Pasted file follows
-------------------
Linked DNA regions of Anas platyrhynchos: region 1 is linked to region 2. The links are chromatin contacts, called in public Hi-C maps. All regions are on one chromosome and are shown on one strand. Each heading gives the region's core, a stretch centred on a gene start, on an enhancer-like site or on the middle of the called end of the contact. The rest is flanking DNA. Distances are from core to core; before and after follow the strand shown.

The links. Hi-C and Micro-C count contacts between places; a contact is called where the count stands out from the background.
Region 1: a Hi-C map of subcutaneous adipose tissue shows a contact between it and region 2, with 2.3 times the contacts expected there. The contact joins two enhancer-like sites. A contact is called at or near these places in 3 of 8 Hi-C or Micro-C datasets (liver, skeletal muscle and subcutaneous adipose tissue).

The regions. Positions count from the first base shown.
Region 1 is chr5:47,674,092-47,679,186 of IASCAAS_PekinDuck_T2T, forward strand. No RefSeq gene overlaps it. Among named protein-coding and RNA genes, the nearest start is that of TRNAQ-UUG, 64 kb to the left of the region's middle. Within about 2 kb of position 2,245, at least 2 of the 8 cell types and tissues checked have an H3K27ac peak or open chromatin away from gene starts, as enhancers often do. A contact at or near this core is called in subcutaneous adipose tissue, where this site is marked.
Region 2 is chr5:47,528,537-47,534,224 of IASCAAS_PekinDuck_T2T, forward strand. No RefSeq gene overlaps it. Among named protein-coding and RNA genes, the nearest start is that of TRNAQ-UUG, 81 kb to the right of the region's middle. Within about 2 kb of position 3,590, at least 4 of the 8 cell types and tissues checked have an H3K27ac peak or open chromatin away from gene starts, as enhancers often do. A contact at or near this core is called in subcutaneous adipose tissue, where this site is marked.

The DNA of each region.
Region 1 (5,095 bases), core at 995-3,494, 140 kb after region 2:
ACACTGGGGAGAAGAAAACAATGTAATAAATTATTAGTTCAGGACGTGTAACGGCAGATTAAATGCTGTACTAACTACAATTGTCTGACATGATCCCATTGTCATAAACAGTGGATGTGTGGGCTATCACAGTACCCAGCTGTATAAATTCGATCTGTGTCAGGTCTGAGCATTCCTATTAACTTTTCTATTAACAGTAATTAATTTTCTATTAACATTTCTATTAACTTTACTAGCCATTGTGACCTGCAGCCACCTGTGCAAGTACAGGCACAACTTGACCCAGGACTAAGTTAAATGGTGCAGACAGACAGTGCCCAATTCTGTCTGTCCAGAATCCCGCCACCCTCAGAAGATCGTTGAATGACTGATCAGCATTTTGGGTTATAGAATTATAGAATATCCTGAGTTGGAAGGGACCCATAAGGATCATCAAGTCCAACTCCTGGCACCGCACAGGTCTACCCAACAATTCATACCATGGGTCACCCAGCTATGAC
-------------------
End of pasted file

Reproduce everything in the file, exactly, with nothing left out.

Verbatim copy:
Linked DNA regions of Anas platyrhynchos: region 1 is linked to region 2. The links are chromatin contacts, called in public Hi-C maps. All regions are on one chromosome and are shown on one strand. Each heading gives the region's core, a stretch centred on a gene start, on an enhancer-like site or on the middle of the called end of the contact. The rest is flanking DNA. Distances are from core to core; before and after follow the strand shown.

The links. Hi-C and Micro-C count contacts between places; a contact is called where the count stands out from the background.
Region 1: a Hi-C map of subcutaneous adipose tissue shows a contact between it and region 2, with 2.3 times the contacts expected there. The contact joins two enhancer-like sites. A contact is called at or near these places in 3 of 8 Hi-C or Micro-C datasets (liver, skeletal muscle and subcutaneous adipose tissue).

The regions. Positions count from the first base shown.
Region 1 is chr5:47,674,092-47,679,186 of IASCAAS_PekinDuck_T2T, forward strand. No RefSeq gene overlaps it. Among named protein-coding and RNA genes, the nearest start is that of TRNAQ-UUG, 64 kb to the left of the region's middle. Within about 2 kb of position 2,245, at least 2 of the 8 cell types and tissues checked have an H3K27ac peak or open chromatin away from gene starts, as enhancers often do. A contact at or near this core is called in subcutaneous adipose tissue, where this site is marked.
Region 2 is chr5:47,528,537-47,534,224 of IASCAAS_PekinDuck_T2T, forward strand. No RefSeq gene overlaps it. Among named protein-coding and RNA genes, the nearest start is that of TRNAQ-UUG, 81 kb to the right of the region's middle. Within about 2 kb of position 3,590, at least 4 of the 8 cell types and tissues checked have an H3K27ac peak or open chromatin away from gene starts, as enhancers often do. A contact at or near this core is called in subcutaneous adipose tissue, where this site is marked.

The DNA of each region.
Region 1 (5,095 bases), core at 995-3,494, 140 kb after region 2:
ACACTGGGGAGAAGAAAACAATGTAATAAATTATTAGTTCAGGACGTGTAACGGCAGATTAAATGCTGTACTAACTACAATTGTCTGACATGATCCCATTGTCATAAACAGTGGATGTGTGGGCTATCACAGTACCCAGCTGTATAAATTCGATCTGTGTCAGGTCTGAGCATTCCTATTAACTTTTCTATTAACAGTAATTAATTTTCTATTAACATTTCTATTAACTTTACTAGCCATTGTGACCTGCAGCCACCTGTGCAAGTACAGGCACAACTTGACCCAGGACTAAGTTAAATGGTGCAGACAGACAGTGCCCAATTCTGTCTGTCCAGAATCCCGCCACCCTCAGAAGATCGTTGAATGACTGATCAGCATTTTGGGTTATAGAATTATAGAATATCCTGAGTTGGAAGGGACCCATAAGGATCATCAAGTCCAACTCCTGGCACCGCACAGGTCTACCCAACAATTCATACCATGGGTCACCCAGCTATGAC